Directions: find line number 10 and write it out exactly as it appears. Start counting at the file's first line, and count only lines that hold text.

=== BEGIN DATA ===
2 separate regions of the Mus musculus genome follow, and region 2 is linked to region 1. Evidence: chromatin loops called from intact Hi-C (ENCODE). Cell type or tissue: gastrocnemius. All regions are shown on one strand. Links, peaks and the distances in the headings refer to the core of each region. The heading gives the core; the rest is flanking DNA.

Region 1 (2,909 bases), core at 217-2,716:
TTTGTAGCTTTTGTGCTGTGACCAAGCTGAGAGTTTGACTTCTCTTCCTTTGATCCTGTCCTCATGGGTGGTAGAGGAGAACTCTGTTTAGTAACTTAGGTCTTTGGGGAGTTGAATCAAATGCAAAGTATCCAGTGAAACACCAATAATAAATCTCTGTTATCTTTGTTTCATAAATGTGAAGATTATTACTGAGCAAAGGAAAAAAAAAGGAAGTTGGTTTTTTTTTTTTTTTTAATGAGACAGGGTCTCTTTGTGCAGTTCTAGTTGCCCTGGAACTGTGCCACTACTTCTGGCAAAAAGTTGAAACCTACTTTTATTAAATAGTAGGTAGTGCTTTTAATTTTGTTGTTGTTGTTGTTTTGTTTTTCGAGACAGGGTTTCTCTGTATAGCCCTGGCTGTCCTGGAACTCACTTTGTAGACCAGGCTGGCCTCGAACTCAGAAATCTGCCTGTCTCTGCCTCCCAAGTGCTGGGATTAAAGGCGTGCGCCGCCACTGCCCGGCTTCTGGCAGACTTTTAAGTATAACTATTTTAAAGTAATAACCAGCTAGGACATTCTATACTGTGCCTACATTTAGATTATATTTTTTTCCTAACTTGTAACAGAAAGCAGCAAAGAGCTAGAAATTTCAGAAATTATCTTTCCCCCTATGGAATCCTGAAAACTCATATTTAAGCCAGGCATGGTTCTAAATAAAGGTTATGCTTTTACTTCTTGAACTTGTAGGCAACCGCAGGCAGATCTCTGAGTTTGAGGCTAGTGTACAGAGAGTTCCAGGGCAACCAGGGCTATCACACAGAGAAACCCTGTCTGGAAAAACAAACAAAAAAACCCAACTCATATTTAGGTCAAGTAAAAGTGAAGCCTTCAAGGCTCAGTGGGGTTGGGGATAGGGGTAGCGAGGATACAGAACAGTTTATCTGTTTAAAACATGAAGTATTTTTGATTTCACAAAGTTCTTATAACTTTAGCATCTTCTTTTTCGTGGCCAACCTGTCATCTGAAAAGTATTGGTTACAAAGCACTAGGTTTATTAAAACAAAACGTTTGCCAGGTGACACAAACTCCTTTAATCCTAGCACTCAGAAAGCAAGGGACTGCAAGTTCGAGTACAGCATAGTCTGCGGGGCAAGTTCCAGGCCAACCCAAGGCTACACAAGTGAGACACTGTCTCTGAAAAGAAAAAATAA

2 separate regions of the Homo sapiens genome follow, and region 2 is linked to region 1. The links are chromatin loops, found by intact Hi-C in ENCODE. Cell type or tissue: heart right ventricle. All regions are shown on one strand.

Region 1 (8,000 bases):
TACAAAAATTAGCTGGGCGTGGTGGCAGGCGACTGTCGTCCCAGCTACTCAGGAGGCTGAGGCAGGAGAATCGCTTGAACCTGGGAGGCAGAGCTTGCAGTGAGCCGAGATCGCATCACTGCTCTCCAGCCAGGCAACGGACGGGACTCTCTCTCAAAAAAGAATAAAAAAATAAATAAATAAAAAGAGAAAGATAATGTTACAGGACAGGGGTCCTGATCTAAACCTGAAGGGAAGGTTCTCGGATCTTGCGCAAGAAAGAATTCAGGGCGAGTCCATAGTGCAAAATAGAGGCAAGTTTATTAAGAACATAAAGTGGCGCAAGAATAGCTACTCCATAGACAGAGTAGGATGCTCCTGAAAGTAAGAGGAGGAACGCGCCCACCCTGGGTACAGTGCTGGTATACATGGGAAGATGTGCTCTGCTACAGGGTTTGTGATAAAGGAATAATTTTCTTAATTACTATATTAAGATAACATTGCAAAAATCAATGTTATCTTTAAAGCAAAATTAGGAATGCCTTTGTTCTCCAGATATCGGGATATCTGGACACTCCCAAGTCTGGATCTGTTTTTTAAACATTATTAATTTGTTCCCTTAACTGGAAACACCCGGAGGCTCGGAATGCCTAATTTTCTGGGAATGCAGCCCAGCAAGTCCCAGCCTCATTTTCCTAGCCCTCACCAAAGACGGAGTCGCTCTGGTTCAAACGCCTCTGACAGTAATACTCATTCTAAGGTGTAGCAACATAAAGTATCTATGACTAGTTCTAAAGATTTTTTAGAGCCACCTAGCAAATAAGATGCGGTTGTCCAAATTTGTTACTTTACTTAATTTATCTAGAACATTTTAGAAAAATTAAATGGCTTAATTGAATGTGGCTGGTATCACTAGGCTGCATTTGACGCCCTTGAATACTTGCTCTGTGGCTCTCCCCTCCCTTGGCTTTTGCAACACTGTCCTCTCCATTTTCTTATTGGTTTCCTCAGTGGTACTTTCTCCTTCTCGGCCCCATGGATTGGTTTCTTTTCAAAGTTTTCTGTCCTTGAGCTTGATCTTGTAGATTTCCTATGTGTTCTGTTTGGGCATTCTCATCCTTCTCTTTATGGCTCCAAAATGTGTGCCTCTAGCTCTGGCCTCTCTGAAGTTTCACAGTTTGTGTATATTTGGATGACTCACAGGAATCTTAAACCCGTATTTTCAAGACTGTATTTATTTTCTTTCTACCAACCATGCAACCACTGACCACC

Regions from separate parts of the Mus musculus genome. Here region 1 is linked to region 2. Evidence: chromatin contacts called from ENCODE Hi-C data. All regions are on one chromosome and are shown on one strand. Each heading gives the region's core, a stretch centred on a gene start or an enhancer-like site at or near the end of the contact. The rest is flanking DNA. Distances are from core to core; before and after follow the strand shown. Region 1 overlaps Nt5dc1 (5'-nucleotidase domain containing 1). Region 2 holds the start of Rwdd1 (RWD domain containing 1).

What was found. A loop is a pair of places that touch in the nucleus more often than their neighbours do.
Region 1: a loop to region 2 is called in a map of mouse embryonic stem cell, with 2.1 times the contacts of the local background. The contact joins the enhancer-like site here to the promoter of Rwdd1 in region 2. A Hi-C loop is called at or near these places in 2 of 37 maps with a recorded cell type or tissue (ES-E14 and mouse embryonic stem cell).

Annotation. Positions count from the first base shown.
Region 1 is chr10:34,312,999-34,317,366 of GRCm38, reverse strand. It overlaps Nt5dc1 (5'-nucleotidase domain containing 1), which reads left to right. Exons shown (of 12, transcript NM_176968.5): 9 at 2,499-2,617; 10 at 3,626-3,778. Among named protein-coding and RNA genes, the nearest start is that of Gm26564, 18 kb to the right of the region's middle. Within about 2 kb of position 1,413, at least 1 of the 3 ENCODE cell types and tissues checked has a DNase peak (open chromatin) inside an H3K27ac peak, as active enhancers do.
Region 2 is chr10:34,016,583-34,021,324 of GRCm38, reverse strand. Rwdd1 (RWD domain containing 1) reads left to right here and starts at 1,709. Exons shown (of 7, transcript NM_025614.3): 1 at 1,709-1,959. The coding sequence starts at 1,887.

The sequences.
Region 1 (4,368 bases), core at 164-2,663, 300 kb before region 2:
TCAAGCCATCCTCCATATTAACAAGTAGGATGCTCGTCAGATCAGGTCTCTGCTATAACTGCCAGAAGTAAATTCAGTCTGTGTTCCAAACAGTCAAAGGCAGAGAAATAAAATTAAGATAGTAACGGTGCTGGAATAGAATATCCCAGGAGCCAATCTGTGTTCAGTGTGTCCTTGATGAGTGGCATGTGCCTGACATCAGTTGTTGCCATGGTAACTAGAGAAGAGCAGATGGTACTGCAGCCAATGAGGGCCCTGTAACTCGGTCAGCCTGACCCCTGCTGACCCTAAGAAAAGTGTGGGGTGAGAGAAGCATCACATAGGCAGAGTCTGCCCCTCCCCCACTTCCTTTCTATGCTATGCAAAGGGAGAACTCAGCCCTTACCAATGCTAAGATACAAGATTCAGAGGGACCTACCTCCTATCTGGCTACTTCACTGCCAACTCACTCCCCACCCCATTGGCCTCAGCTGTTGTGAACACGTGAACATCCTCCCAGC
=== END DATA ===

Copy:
Annotation. Positions count from the first base shown.